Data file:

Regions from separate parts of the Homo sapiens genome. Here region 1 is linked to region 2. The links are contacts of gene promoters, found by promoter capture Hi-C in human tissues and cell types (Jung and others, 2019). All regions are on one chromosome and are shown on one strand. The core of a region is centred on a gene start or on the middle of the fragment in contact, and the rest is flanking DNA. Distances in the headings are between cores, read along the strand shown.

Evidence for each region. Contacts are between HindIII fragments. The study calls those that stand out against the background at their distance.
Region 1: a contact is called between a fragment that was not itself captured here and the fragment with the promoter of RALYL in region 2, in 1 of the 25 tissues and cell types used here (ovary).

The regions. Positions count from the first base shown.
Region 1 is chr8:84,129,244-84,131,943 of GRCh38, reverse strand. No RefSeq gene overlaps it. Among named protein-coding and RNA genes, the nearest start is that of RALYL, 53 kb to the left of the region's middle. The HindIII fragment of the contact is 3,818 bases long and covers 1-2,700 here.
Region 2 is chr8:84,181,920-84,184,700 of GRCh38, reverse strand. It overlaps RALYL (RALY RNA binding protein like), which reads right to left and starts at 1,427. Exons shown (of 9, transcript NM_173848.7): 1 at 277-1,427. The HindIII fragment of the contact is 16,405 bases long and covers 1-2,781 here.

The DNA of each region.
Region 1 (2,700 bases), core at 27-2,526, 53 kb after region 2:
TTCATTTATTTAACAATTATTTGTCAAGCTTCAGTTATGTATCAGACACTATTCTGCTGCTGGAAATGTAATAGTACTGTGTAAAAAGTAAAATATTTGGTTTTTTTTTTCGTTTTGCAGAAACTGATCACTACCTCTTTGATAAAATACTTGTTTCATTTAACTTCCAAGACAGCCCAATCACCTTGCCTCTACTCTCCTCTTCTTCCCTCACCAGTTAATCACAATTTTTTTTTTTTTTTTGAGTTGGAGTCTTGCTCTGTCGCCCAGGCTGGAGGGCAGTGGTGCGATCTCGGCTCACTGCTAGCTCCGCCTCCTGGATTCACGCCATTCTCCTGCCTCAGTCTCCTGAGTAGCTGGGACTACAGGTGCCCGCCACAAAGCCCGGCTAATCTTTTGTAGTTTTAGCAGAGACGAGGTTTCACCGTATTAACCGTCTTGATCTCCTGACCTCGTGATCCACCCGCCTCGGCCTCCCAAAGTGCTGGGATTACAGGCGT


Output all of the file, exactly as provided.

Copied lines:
Regions from separate parts of the Homo sapiens genome. Here region 1 is linked to region 2. The links are contacts of gene promoters, found by promoter capture Hi-C in human tissues and cell types (Jung and others, 2019). All regions are on one chromosome and are shown on one strand. The core of a region is centred on a gene start or on the middle of the fragment in contact, and the rest is flanking DNA. Distances in the headings are between cores, read along the strand shown.

Evidence for each region. Contacts are between HindIII fragments. The study calls those that stand out against the background at their distance.
Region 1: a contact is called between a fragment that was not itself captured here and the fragment with the promoter of RALYL in region 2, in 1 of the 25 tissues and cell types used here (ovary).

The regions. Positions count from the first base shown.
Region 1 is chr8:84,129,244-84,131,943 of GRCh38, reverse strand. No RefSeq gene overlaps it. Among named protein-coding and RNA genes, the nearest start is that of RALYL, 53 kb to the left of the region's middle. The HindIII fragment of the contact is 3,818 bases long and covers 1-2,700 here.
Region 2 is chr8:84,181,920-84,184,700 of GRCh38, reverse strand. It overlaps RALYL (RALY RNA binding protein like), which reads right to left and starts at 1,427. Exons shown (of 9, transcript NM_173848.7): 1 at 277-1,427. The HindIII fragment of the contact is 16,405 bases long and covers 1-2,781 here.

The DNA of each region.
Region 1 (2,700 bases), core at 27-2,526, 53 kb after region 2:
TTCATTTATTTAACAATTATTTGTCAAGCTTCAGTTATGTATCAGACACTATTCTGCTGCTGGAAATGTAATAGTACTGTGTAAAAAGTAAAATATTTGGTTTTTTTTTTCGTTTTGCAGAAACTGATCACTACCTCTTTGATAAAATACTTGTTTCATTTAACTTCCAAGACAGCCCAATCACCTTGCCTCTACTCTCCTCTTCTTCCCTCACCAGTTAATCACAATTTTTTTTTTTTTTTTGAGTTGGAGTCTTGCTCTGTCGCCCAGGCTGGAGGGCAGTGGTGCGATCTCGGCTCACTGCTAGCTCCGCCTCCTGGATTCACGCCATTCTCCTGCCTCAGTCTCCTGAGTAGCTGGGACTACAGGTGCCCGCCACAAAGCCCGGCTAATCTTTTGTAGTTTTAGCAGAGACGAGGTTTCACCGTATTAACCGTCTTGATCTCCTGACCTCGTGATCCACCCGCCTCGGCCTCCCAAAGTGCTGGGATTACAGGCGT